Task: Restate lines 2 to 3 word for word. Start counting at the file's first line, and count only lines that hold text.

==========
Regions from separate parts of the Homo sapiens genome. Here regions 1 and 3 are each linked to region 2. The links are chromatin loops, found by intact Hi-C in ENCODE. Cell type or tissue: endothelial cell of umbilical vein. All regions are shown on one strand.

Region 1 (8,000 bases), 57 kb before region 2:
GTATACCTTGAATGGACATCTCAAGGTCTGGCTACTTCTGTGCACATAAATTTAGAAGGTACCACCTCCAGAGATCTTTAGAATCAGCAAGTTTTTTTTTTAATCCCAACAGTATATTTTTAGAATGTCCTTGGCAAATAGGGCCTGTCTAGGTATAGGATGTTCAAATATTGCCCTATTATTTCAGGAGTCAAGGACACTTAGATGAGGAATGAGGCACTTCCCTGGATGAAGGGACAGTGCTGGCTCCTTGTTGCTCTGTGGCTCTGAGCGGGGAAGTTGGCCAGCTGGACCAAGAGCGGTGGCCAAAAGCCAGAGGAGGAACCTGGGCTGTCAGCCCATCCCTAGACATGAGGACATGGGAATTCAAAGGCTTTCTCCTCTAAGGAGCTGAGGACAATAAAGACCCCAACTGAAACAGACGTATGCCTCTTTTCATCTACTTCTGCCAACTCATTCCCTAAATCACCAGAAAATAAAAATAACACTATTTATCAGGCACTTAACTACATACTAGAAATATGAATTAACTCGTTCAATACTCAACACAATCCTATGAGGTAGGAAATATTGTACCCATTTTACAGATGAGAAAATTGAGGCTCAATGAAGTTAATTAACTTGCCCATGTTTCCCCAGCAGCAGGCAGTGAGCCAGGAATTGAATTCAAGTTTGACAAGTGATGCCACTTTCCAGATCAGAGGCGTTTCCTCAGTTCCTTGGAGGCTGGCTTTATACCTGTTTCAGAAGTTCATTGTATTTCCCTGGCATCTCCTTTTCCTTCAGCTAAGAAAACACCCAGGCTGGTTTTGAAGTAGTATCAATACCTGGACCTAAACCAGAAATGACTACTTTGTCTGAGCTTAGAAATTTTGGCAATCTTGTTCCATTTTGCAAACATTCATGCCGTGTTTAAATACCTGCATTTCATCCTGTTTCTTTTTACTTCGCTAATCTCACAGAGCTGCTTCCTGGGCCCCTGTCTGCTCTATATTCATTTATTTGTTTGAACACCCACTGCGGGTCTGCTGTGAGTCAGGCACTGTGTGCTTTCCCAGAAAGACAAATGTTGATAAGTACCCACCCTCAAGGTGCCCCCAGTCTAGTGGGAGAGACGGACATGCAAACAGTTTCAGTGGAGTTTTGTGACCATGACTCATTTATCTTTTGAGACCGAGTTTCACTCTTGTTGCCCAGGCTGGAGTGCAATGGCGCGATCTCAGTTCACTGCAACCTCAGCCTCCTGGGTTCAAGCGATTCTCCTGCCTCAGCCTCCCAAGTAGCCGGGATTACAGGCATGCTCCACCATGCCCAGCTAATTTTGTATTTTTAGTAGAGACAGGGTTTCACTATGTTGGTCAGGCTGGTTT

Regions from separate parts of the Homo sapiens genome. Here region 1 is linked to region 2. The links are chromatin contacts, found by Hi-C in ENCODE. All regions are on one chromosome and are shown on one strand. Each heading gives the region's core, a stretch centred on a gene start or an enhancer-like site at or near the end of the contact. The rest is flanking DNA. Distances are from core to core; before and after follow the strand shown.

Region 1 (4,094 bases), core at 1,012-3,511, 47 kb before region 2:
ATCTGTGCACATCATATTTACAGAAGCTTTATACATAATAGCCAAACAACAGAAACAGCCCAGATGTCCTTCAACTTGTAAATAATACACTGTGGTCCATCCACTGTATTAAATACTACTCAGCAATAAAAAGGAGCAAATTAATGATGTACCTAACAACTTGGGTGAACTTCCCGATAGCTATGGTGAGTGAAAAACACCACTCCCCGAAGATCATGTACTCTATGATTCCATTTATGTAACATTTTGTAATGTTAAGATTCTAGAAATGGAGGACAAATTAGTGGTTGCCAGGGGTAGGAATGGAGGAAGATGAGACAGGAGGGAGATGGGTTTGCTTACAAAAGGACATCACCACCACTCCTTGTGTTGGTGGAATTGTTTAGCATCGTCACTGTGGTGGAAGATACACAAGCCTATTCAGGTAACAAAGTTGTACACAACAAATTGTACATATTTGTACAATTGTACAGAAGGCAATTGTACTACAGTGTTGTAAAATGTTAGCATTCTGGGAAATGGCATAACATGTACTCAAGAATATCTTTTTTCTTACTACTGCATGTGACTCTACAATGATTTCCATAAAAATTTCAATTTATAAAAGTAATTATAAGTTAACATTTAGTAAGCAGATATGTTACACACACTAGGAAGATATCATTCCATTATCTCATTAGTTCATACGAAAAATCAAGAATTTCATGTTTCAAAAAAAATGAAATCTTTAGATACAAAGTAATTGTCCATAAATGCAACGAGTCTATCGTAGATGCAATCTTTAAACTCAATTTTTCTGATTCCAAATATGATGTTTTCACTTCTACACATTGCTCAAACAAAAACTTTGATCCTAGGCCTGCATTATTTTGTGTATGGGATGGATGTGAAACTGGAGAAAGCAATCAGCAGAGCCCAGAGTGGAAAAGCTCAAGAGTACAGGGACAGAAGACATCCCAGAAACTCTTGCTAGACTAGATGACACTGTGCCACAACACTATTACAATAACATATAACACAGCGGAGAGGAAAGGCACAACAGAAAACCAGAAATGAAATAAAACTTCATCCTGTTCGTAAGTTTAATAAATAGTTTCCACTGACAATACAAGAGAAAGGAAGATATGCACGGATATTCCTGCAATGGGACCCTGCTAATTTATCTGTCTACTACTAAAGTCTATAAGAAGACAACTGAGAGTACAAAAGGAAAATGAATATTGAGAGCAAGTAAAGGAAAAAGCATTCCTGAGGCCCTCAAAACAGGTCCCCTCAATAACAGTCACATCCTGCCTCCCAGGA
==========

Region 1 (8,000 bases), 57 kb before region 2:
GTATACCTTGAATGGACATCTCAAGGTCTGGCTACTTCTGTGCACATAAATTTAGAAGGTACCACCTCCAGAGATCTTTAGAATCAGCAAGTTTTTTTTTTAATCCCAACAGTATATTTTTAGAATGTCCTTGGCAAATAGGGCCTGTCTAGGTATAGGATGTTCAAATATTGCCCTATTATTTCAGGAGTCAAGGACACTTAGATGAGGAATGAGGCACTTCCCTGGATGAAGGGACAGTGCTGGCTCCTTGTTGCTCTGTGGCTCTGAGCGGGGAAGTTGGCCAGCTGGACCAAGAGCGGTGGCCAAAAGCCAGAGGAGGAACCTGGGCTGTCAGCCCATCCCTAGACATGAGGACATGGGAATTCAAAGGCTTTCTCCTCTAAGGAGCTGAGGACAATAAAGACCCCAACTGAAACAGACGTATGCCTCTTTTCATCTACTTCTGCCAACTCATTCCCTAAATCACCAGAAAATAAAAATAACACTATTTATCAGGCACTTAACTACATACTAGAAATATGAATTAACTCGTTCAATACTCAACACAATCCTATGAGGTAGGAAATATTGTACCCATTTTACAGATGAGAAAATTGAGGCTCAATGAAGTTAATTAACTTGCCCATGTTTCCCCAGCAGCAGGCAGTGAGCCAGGAATTGAATTCAAGTTTGACAAGTGATGCCACTTTCCAGATCAGAGGCGTTTCCTCAGTTCCTTGGAGGCTGGCTTTATACCTGTTTCAGAAGTTCATTGTATTTCCCTGGCATCTCCTTTTCCTTCAGCTAAGAAAACACCCAGGCTGGTTTTGAAGTAGTATCAATACCTGGACCTAAACCAGAAATGACTACTTTGTCTGAGCTTAGAAATTTTGGCAATCTTGTTCCATTTTGCAAACATTCATGCCGTGTTTAAATACCTGCATTTCATCCTGTTTCTTTTTACTTCGCTAATCTCACAGAGCTGCTTCCTGGGCCCCTGTCTGCTCTATATTCATTTATTTGTTTGAACACCCACTGCGGGTCTGCTGTGAGTCAGGCACTGTGTGCTTTCCCAGAAAGACAAATGTTGATAAGTACCCACCCTCAAGGTGCCCCCAGTCTAGTGGGAGAGACGGACATGCAAACAGTTTCAGTGGAGTTTTGTGACCATGACTCATTTATCTTTTGAGACCGAGTTTCACTCTTGTTGCCCAGGCTGGAGTGCAATGGCGCGATCTCAGTTCACTGCAACCTCAGCCTCCTGGGTTCAAGCGATTCTCCTGCCTCAGCCTCCCAAGTAGCCGGGATTACAGGCATGCTCCACCATGCCCAGCTAATTTTGTATTTTTAGTAGAGACAGGGTTTCACTATGTTGGTCAGGCTGGTTT